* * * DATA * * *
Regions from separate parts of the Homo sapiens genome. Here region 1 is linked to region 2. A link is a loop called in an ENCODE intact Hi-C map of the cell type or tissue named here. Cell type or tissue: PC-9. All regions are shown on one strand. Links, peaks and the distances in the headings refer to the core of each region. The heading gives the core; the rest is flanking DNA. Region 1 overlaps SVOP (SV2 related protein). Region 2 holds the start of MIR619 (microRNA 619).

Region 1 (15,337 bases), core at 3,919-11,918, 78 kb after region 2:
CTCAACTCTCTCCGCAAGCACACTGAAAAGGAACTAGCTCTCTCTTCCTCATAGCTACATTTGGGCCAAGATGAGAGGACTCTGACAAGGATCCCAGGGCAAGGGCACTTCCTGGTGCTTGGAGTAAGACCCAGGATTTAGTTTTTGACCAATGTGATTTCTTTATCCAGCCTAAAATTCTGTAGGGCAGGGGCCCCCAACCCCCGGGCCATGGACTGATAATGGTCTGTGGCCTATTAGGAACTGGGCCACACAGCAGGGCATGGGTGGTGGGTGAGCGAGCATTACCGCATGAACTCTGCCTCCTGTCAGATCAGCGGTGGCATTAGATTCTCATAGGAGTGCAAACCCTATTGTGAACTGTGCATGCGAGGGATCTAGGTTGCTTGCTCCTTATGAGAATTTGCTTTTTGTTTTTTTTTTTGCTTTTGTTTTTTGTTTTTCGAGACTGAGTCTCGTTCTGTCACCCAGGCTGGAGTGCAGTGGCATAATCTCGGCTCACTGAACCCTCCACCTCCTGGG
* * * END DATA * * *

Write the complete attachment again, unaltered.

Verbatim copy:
Regions from separate parts of the Homo sapiens genome. Here region 1 is linked to region 2. A link is a loop called in an ENCODE intact Hi-C map of the cell type or tissue named here. Cell type or tissue: PC-9. All regions are shown on one strand. Links, peaks and the distances in the headings refer to the core of each region. The heading gives the core; the rest is flanking DNA. Region 1 overlaps SVOP (SV2 related protein). Region 2 holds the start of MIR619 (microRNA 619).

Region 1 (15,337 bases), core at 3,919-11,918, 78 kb after region 2:
CTCAACTCTCTCCGCAAGCACACTGAAAAGGAACTAGCTCTCTCTTCCTCATAGCTACATTTGGGCCAAGATGAGAGGACTCTGACAAGGATCCCAGGGCAAGGGCACTTCCTGGTGCTTGGAGTAAGACCCAGGATTTAGTTTTTGACCAATGTGATTTCTTTATCCAGCCTAAAATTCTGTAGGGCAGGGGCCCCCAACCCCCGGGCCATGGACTGATAATGGTCTGTGGCCTATTAGGAACTGGGCCACACAGCAGGGCATGGGTGGTGGGTGAGCGAGCATTACCGCATGAACTCTGCCTCCTGTCAGATCAGCGGTGGCATTAGATTCTCATAGGAGTGCAAACCCTATTGTGAACTGTGCATGCGAGGGATCTAGGTTGCTTGCTCCTTATGAGAATTTGCTTTTTGTTTTTTTTTTTGCTTTTGTTTTTTGTTTTTCGAGACTGAGTCTCGTTCTGTCACCCAGGCTGGAGTGCAGTGGCATAATCTCGGCTCACTGAACCCTCCACCTCCTGGG